The 1500-kilometer journey on two wheels

Riding a motorcycle is a great and convenient way to reach inaccessible spots in Asia, such as remote villages.

For this reason, I decided to ride from Bali to Yogyakarta.

The fact that the roads are often bad, or even nonexistent, is no big deal for the average motorcycle. Once, I drove through kilometers of pure sand, and although it was painfully slow, I managed to get through it without much of a hassle.

For this reason, I decided to ride from Bali to Yogyakarta, a journey which – including many side routes – made up for a little under 1500 kilometres. Indonesia is one of those countries that is best explored with your own vehicle. It saves you lots of money on silly excursions to mainstream places, too. For example, to Mt. Bromo or Mt. Ijen. It’s much better to ride your own vehicle over there and climb when no one else is climbing. I even ended up being alone on Mt. Bromo in the evening. It was a much more exciting experience by far, and almost free! A little advice for everyone: don’t skip Mt. Raung, Mt. Kawi, or Mt. Lawu. They are much better choices with next to no tourists in your way. This post actually contains pictures of the aforementioned mountains (I adore mountain climbing!): On top of the world: a collection of photographs I took during mountain climbing.

The good thing about being on a motorcycle is the fact that you can stop at any moment to enjoy the breathtaking views you come across in Indonesia for a while. When you find yourself in less developed areas, you’ll often draw a lot of attention. I remember children running after me in Cambodia, just outside Phnom Penh. Once, I even got invited to a funeral and a wedding on the same motorcycle trip in Vietnam! And even though I keep saying it, attending weddings (or funerals) are an excellent opportunity to learn more about the local culture.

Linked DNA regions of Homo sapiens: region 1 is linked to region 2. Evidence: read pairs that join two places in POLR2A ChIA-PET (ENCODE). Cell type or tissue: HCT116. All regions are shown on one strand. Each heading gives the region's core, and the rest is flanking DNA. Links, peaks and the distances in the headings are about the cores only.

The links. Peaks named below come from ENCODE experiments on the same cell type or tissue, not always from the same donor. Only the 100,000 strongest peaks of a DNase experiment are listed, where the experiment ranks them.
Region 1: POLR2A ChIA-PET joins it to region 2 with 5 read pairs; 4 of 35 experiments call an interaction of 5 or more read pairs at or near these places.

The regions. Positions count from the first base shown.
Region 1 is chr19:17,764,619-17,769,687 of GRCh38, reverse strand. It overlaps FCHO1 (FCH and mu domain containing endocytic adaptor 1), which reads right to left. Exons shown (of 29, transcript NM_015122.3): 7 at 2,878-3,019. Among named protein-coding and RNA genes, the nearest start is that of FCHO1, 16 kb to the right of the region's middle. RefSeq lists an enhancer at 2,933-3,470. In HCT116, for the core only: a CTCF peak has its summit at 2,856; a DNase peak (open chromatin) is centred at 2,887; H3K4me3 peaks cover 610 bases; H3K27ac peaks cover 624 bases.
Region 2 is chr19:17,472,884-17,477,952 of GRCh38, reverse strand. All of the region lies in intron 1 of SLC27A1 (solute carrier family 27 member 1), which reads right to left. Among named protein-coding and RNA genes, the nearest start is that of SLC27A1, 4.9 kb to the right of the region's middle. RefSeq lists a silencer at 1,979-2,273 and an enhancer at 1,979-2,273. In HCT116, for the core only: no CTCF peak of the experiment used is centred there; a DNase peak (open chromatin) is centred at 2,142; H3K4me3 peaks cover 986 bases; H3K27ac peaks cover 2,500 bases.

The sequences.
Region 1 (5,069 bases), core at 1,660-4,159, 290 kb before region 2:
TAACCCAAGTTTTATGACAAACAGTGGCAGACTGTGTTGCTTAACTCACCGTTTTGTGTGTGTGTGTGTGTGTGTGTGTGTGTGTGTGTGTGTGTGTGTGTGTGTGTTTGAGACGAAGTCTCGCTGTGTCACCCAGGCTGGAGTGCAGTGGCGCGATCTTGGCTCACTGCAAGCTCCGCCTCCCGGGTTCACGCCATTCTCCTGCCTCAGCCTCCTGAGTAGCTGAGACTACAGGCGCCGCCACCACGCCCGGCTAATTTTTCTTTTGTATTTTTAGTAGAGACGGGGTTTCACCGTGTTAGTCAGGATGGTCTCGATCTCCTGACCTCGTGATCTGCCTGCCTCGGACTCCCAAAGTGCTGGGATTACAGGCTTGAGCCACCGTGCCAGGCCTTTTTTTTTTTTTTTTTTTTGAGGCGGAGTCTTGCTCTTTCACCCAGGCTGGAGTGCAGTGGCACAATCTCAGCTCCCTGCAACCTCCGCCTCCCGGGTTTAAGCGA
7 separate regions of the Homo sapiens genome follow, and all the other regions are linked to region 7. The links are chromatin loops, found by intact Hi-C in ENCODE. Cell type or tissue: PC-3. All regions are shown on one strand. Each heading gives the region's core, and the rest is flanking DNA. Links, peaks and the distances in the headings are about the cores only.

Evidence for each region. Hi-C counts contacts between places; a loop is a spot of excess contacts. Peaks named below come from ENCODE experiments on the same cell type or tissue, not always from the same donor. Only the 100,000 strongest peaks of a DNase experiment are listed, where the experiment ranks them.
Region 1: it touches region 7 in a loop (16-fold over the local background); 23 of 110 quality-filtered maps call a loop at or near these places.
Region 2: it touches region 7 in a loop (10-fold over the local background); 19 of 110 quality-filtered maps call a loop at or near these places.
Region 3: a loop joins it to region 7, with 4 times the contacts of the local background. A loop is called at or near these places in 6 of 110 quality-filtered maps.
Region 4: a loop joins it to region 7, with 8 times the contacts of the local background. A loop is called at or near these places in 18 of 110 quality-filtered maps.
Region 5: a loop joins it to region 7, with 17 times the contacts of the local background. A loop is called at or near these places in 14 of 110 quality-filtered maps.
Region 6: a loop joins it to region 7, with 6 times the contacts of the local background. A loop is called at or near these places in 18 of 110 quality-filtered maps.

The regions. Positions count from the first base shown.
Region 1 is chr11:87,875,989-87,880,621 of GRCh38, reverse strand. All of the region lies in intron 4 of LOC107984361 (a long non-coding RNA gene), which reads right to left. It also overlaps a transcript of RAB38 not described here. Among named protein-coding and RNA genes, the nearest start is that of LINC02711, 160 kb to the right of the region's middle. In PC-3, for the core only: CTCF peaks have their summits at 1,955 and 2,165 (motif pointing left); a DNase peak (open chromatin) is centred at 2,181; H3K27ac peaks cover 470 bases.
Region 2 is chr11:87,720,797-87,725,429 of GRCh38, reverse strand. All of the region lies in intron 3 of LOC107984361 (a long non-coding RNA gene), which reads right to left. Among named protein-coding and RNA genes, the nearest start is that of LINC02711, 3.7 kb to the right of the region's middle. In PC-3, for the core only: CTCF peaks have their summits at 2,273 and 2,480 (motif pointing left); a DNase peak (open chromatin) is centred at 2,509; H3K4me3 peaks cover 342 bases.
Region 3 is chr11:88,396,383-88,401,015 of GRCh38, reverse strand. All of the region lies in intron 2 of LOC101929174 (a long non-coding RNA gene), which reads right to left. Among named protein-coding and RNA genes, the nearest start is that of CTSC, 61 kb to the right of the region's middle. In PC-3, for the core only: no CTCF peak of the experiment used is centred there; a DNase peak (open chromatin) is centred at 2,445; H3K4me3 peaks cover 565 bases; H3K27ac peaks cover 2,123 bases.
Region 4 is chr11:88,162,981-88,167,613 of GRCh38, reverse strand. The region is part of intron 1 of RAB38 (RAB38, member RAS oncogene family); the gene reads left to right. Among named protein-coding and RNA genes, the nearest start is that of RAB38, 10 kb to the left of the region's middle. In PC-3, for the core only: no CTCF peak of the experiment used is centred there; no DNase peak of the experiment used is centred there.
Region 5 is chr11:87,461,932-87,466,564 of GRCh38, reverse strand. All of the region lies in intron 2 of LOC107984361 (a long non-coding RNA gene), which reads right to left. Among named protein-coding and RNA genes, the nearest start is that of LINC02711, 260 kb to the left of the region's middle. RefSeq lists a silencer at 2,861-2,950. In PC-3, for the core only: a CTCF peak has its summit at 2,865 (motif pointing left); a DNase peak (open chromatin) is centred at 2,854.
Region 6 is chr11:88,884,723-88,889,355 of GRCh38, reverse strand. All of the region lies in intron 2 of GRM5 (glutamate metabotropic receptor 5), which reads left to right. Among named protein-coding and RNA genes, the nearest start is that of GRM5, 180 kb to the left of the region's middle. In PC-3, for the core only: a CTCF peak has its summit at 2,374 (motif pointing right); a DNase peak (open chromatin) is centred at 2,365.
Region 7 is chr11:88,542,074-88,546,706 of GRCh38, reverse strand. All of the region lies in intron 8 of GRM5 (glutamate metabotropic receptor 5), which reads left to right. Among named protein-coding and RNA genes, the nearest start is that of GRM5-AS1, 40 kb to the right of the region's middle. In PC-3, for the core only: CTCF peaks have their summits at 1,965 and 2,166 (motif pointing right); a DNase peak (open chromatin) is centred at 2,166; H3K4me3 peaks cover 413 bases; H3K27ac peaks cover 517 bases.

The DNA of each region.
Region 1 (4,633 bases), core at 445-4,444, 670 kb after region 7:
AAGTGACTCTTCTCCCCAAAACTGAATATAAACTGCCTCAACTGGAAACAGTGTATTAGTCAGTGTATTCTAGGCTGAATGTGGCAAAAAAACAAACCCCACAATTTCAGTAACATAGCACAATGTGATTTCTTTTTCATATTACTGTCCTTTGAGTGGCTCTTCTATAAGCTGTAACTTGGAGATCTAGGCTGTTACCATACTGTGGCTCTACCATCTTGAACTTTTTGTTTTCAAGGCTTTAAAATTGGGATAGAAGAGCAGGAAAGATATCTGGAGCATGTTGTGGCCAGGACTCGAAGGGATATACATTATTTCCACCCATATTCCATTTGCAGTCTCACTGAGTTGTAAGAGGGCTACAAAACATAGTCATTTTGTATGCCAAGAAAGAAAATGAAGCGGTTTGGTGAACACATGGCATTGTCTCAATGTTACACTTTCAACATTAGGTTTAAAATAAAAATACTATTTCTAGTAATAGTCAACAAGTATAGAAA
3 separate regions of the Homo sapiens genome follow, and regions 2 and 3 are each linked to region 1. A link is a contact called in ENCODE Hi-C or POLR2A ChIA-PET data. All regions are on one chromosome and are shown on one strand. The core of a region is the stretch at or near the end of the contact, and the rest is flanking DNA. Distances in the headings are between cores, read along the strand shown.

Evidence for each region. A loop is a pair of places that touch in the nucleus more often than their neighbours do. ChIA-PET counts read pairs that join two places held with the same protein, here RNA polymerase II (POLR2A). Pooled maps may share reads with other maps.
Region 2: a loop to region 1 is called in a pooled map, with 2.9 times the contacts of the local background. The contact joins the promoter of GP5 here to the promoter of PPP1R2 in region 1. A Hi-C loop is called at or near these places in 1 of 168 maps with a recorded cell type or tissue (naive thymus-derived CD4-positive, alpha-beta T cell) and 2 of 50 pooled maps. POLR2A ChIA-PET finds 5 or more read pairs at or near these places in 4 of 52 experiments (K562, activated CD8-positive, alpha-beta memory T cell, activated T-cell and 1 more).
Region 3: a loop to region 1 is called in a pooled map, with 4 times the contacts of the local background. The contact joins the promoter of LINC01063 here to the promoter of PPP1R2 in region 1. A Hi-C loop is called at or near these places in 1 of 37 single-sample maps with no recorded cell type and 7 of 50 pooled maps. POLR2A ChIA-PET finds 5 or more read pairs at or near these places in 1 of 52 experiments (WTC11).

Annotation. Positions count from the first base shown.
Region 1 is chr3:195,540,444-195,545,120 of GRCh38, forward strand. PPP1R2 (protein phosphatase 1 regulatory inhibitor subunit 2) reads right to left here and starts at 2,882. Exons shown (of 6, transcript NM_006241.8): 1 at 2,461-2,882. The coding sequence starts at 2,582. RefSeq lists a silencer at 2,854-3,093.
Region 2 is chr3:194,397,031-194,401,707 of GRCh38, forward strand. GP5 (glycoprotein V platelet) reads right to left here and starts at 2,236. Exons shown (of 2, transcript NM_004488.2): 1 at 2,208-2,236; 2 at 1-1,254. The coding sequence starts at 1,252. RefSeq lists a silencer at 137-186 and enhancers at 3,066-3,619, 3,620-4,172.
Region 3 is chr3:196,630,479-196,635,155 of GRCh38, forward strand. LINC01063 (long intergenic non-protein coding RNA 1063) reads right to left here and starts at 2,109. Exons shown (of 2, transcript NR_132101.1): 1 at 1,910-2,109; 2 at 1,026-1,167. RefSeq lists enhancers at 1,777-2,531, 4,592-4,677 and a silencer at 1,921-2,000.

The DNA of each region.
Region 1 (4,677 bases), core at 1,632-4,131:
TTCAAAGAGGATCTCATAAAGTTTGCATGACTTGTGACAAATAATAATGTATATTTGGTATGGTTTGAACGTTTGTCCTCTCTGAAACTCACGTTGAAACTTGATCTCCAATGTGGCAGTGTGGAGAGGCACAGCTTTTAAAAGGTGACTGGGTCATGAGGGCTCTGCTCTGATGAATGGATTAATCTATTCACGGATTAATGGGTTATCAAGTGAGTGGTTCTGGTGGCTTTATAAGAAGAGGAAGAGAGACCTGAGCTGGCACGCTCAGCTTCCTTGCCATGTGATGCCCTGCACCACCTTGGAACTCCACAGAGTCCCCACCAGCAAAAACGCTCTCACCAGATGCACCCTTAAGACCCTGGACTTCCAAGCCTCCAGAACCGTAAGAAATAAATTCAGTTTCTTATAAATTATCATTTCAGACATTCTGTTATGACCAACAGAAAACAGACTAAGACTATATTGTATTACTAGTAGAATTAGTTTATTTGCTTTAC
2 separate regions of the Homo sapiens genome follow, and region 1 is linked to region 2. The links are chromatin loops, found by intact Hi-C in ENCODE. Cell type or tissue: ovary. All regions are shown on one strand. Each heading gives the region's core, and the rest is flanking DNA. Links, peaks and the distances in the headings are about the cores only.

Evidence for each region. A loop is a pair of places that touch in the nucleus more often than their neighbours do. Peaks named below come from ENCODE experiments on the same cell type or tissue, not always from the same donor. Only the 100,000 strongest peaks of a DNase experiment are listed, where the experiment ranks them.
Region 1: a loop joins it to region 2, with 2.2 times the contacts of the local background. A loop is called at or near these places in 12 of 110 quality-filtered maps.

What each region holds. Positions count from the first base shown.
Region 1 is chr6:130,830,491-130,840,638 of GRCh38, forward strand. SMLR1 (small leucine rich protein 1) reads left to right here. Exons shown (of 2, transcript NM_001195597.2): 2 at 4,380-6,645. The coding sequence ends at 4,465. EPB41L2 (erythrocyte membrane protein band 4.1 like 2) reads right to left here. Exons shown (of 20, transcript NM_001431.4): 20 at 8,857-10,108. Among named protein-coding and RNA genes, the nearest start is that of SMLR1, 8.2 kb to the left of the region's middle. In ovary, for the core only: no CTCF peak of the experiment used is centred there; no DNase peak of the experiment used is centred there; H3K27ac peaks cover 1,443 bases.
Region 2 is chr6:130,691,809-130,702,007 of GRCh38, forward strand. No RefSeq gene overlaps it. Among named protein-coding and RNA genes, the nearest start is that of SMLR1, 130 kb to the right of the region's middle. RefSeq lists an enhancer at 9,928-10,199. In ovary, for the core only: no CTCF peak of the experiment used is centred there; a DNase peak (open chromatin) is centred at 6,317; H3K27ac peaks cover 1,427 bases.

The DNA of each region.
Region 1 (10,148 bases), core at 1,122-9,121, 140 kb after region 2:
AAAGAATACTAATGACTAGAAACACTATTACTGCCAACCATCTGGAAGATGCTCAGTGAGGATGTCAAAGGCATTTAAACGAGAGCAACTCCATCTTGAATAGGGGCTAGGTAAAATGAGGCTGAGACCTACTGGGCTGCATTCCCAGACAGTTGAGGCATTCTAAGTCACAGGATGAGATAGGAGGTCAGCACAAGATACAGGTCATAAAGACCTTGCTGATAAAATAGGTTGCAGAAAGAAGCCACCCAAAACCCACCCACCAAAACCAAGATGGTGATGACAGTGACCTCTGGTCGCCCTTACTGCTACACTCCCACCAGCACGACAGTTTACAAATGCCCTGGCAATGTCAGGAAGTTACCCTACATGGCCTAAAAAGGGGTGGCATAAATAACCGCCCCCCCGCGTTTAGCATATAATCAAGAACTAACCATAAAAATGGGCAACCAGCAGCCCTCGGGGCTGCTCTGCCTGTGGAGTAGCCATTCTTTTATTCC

But a bicycle can do just as well as a motorcycle. I cycled for days through villages in Thailand’s Isan region. One thing, though: just make sure you don’t go during the rainy season, as I did near Cambodia’s Cardamom Mountains. Cycling through this mountainous area wasn’t easy to begin with, especially not while completely soaked from the rain.

Extreme weather can make for some good stories, though. Once, in 2014, I was stuck on the Japanese island of Yakushima (I went there to do some short cycling trips) due to the extremely powerful typhoon Halong. All transportation going to and from the island (even ferries and planes) were canceled for days, and all accommodation was fully booked. Ouch.